Town wants Millville By the Sea to draw the line
Joan Bennett took a seat in the audience for the Millville Town Council’s June 10 meeting. The now-former councilmember has sold her property in Millville and stepped down from the public position last week.
“Joan brought an extreme abundance of knowledge to the Town of Millville,” said Mayor Gerald “Gerry” Hocker Jr. “You will be missed. Thank you for your many years of service. You were a true asset.”
“Because I’ve never been at a loss for words … I want to thank you all. It’s been interesting. It’s been challenging,” Bennett said.
She complimented the Town staff’s hard work and contractors’ expertise.
“You’re terrific people to work with.”
Bennett’s current tenure began in March of 2011, but she had previously served on the Millville council after she moved to the area from Connecticut.
“Millville has always been blessed to have a council made of different expertise,” Hocker said. “We always compromise. We’ve always respected each other.”
Also on June 10, the council approved Millville Town Center’s final subdivision site plans for Millville By the Sea’s Summerwind Village, located near the lifestyle center.
Summerwind Village fulfilled the Town’s preliminary site plan requirements, with a minor issue that “can be addressed in the field,” said Kyle Gulbronson of URS, town engineer.
Councilmember Harry Kent saw propane lines on the map but wanted to know how propane travelled from a new tank farm to the neighborhood.
He envisioned “a 4-inch gas main running through a field. That’s a concern to me … I’d like to know up front what we’re going with.”
The Town must ensure adequate plans exist, although it cannot dictate the location of gas lines, said Seth Thompson, town solicitor.
Kent said he wanted utilities clearly delineated for the public and emergency services, though Chuck Ellison of developer Miller & Smith said separate a utilities right-of-way is not required because Millville Town Center owns all the land.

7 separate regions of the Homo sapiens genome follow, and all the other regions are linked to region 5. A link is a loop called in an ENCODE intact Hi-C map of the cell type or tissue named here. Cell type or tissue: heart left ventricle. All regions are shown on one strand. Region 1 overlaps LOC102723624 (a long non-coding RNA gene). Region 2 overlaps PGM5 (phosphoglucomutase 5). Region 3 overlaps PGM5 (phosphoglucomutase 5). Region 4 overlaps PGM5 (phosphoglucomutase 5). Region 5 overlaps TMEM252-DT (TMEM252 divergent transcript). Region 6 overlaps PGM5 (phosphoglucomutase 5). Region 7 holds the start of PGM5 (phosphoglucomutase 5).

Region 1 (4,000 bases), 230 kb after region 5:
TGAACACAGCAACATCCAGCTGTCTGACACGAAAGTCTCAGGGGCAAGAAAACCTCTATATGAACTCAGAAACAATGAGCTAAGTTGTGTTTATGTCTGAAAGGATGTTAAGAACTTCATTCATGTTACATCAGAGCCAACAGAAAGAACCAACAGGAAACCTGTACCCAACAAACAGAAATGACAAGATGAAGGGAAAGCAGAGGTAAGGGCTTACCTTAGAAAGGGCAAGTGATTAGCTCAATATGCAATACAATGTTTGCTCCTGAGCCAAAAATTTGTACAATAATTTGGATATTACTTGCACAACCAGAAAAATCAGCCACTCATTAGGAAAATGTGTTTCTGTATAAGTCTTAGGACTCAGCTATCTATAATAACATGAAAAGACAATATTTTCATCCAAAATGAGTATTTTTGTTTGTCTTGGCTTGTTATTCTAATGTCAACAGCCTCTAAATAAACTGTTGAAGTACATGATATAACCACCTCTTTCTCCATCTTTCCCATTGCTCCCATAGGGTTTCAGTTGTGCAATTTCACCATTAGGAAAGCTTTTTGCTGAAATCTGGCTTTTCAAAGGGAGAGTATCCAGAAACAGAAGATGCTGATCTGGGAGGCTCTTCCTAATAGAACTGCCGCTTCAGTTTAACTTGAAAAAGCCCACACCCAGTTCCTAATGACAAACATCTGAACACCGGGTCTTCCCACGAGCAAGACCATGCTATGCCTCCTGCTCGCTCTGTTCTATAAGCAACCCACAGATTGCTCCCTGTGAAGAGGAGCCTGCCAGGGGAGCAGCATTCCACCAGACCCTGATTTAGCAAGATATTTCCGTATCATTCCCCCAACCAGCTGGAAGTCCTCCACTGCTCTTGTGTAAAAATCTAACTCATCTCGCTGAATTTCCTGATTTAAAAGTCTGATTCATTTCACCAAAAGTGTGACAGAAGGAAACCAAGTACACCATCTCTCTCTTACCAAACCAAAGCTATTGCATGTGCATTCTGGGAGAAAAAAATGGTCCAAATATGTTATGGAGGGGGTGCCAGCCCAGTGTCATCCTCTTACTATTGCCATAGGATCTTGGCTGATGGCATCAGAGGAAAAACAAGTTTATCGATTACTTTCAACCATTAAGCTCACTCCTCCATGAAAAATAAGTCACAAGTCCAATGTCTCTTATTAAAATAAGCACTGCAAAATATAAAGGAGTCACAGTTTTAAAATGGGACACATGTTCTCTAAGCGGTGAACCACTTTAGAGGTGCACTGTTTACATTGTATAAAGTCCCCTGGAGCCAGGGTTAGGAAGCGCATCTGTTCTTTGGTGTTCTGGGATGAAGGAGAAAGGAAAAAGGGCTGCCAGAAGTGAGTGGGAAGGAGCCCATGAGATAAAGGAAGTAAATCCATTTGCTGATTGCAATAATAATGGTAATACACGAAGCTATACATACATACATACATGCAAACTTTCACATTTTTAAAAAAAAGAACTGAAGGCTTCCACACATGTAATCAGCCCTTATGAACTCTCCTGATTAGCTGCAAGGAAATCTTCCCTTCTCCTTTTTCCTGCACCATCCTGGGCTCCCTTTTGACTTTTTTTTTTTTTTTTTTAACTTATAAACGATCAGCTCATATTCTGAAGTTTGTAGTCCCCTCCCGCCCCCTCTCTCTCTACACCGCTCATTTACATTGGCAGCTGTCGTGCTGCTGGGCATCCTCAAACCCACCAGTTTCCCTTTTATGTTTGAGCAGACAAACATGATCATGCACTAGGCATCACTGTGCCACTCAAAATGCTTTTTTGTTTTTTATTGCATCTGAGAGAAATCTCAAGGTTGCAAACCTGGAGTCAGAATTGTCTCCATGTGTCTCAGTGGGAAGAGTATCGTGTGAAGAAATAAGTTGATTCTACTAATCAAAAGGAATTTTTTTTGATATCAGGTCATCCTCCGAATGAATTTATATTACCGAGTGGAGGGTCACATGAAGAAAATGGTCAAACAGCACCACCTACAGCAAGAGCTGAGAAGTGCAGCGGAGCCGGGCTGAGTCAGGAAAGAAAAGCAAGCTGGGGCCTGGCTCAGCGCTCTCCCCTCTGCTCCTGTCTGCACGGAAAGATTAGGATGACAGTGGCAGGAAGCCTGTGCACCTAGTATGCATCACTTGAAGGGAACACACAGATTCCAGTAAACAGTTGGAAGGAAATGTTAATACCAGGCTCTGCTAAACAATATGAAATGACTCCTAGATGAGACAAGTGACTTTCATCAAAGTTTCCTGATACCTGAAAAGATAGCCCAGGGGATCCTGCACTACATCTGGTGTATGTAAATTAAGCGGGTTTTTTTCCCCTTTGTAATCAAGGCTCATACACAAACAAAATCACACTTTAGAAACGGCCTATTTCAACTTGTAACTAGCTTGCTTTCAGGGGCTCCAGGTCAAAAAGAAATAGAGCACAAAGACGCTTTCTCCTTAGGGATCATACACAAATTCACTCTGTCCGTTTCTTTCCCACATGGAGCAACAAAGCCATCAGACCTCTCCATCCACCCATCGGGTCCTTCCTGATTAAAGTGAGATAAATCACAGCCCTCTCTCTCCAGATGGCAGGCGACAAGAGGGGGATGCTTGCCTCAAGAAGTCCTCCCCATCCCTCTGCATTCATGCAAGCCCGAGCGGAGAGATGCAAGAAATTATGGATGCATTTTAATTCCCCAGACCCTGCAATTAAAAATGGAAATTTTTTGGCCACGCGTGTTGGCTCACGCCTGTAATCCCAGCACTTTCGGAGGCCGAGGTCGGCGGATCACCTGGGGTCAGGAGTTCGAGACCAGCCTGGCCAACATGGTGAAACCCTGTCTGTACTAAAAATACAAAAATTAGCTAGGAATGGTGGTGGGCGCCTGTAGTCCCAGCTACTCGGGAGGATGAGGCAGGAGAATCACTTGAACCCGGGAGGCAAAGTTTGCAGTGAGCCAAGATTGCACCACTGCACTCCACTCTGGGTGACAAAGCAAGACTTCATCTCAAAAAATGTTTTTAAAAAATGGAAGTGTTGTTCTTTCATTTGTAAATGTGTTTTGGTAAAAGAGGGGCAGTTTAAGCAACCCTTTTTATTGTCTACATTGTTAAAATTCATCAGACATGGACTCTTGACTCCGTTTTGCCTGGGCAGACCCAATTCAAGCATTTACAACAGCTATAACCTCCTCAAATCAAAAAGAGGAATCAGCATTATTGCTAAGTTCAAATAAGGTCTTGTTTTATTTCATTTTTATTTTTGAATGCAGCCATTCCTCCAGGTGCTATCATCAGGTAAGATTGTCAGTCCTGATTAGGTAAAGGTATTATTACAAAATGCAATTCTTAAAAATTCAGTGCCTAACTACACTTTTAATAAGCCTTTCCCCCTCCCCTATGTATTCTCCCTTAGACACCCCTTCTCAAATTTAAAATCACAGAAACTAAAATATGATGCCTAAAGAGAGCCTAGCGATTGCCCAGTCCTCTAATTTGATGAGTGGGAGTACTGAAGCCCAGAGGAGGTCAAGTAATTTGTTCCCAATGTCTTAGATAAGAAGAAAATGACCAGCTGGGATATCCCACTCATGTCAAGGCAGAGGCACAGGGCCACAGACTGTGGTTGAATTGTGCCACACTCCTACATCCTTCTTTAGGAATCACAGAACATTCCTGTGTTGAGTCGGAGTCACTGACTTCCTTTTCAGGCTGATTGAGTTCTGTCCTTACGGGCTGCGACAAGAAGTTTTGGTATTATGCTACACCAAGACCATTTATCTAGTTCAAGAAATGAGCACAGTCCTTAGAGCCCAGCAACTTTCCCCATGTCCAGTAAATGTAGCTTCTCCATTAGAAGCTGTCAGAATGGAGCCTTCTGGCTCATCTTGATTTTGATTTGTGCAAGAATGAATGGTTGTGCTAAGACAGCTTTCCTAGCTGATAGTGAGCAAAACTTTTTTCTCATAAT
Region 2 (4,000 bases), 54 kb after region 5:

While Ellison failed to produce a full-sized map with gas lines, he sketched the general map on a whiteboard and promised to produce an official schematic for the council soon.
Several residents were agitated about the gas lines, muttering throughout the meeting and physically signaling their displeasure to council.
Wally Barns, who resides on the former propane tank location, asked how deep will the lines be, and were there any environmental rules for installation.
Gas lines are dug about 18 to 24 inches belowground and beneath streams, Ellison said. They cannot interfere with the Army Corps of Engineers’ ditches, so installation and ground stabilization is quick.
Penney McCormick also worried over a possible gas explosion or fire. She asked about the location.
The gas line will follow an existing walking path, which may be slightly rerouted when a permanent road is installed. At that time, the gas line may be adjusted to closely follow the roadway instead.
“The location is temporary [but] installation is the same as if it was a permanent facility,” Ellison said of the propane line.
There will be proper signage along the path, he added.
The Town must still review and approve the changes in the revised MBS Master Plan, which is subject to future public approval process.
Despite having wide lots, some houses nearly fill the land, Kent observed.
“Those houses are going to be approximately 10 feet apart. Are there any special easements with that?” asked Kent, indirectly referencing the previous night’s Planning & Zoning Commisison meeting, in which MBS received a slap on the wrist for selling lots with neighborly easements, without the Town of Millville’s knowledge or zoning approval.
“No, sir,” Ellison said.
Kent also wanted fresh paperwork. Although an addendum was submitted, he was reading paperwork that still included a former tank farm and erroneous detail to be stricken.
The council voted 3-0-1 (Steve Maneri abstaining) to approve the Summerwind Village final subdivision site plans with two conditions: MBS developers resubmit the maps to include a propane line, as well as new paperwork removing language about the temporary propane tanks.
The council also approved (3-0-1) MBS’s request to build the planned T-shaped boat dock at a slightly different location on the community lake, to spread out amenities and for ease of sloping the pathway.
Town Manager Debbie Botchie also reported at the June 10 meeting that Millville’s total cash assets have topped $6 million.
The Millville Town Council will meet on June 24 for a workshop at 7 p.m.